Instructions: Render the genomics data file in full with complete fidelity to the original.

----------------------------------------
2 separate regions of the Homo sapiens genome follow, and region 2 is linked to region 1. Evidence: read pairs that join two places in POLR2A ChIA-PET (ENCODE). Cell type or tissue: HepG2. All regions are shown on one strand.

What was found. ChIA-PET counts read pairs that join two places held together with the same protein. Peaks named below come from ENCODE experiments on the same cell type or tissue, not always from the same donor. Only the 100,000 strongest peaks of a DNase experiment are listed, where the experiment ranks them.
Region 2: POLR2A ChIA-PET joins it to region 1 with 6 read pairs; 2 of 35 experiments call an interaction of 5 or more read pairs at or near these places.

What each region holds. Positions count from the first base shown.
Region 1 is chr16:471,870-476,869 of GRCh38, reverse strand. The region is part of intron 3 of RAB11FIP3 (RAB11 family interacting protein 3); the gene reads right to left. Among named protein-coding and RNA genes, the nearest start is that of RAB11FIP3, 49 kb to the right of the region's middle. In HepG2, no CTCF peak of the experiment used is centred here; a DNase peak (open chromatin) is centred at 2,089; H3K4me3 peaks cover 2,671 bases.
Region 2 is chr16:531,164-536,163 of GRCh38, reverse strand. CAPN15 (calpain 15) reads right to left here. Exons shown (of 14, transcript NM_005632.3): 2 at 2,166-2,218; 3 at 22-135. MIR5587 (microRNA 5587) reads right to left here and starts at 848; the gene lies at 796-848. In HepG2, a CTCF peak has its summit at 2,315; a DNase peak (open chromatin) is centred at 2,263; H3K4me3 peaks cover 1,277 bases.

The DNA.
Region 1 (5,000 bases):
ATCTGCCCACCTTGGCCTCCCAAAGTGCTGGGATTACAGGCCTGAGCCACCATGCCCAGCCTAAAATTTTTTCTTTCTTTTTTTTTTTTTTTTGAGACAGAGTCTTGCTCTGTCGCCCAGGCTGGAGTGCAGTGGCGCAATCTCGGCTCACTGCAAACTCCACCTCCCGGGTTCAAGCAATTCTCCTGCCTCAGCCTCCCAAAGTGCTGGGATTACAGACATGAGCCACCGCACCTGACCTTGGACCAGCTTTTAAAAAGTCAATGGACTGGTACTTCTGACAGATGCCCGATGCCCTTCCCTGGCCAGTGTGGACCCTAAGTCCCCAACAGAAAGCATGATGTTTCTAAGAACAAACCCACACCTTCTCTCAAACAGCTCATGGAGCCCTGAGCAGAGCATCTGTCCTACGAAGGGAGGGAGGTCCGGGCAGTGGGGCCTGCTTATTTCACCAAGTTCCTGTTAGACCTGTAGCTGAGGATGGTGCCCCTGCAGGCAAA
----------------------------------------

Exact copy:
2 separate regions of the Homo sapiens genome follow, and region 2 is linked to region 1. Evidence: read pairs that join two places in POLR2A ChIA-PET (ENCODE). Cell type or tissue: HepG2. All regions are shown on one strand.

What was found. ChIA-PET counts read pairs that join two places held together with the same protein. Peaks named below come from ENCODE experiments on the same cell type or tissue, not always from the same donor. Only the 100,000 strongest peaks of a DNase experiment are listed, where the experiment ranks them.
Region 2: POLR2A ChIA-PET joins it to region 1 with 6 read pairs; 2 of 35 experiments call an interaction of 5 or more read pairs at or near these places.

What each region holds. Positions count from the first base shown.
Region 1 is chr16:471,870-476,869 of GRCh38, reverse strand. The region is part of intron 3 of RAB11FIP3 (RAB11 family interacting protein 3); the gene reads right to left. Among named protein-coding and RNA genes, the nearest start is that of RAB11FIP3, 49 kb to the right of the region's middle. In HepG2, no CTCF peak of the experiment used is centred here; a DNase peak (open chromatin) is centred at 2,089; H3K4me3 peaks cover 2,671 bases.
Region 2 is chr16:531,164-536,163 of GRCh38, reverse strand. CAPN15 (calpain 15) reads right to left here. Exons shown (of 14, transcript NM_005632.3): 2 at 2,166-2,218; 3 at 22-135. MIR5587 (microRNA 5587) reads right to left here and starts at 848; the gene lies at 796-848. In HepG2, a CTCF peak has its summit at 2,315; a DNase peak (open chromatin) is centred at 2,263; H3K4me3 peaks cover 1,277 bases.

The DNA.
Region 1 (5,000 bases):
ATCTGCCCACCTTGGCCTCCCAAAGTGCTGGGATTACAGGCCTGAGCCACCATGCCCAGCCTAAAATTTTTTCTTTCTTTTTTTTTTTTTTTTGAGACAGAGTCTTGCTCTGTCGCCCAGGCTGGAGTGCAGTGGCGCAATCTCGGCTCACTGCAAACTCCACCTCCCGGGTTCAAGCAATTCTCCTGCCTCAGCCTCCCAAAGTGCTGGGATTACAGACATGAGCCACCGCACCTGACCTTGGACCAGCTTTTAAAAAGTCAATGGACTGGTACTTCTGACAGATGCCCGATGCCCTTCCCTGGCCAGTGTGGACCCTAAGTCCCCAACAGAAAGCATGATGTTTCTAAGAACAAACCCACACCTTCTCTCAAACAGCTCATGGAGCCCTGAGCAGAGCATCTGTCCTACGAAGGGAGGGAGGTCCGGGCAGTGGGGCCTGCTTATTTCACCAAGTTCCTGTTAGACCTGTAGCTGAGGATGGTGCCCCTGCAGGCAAA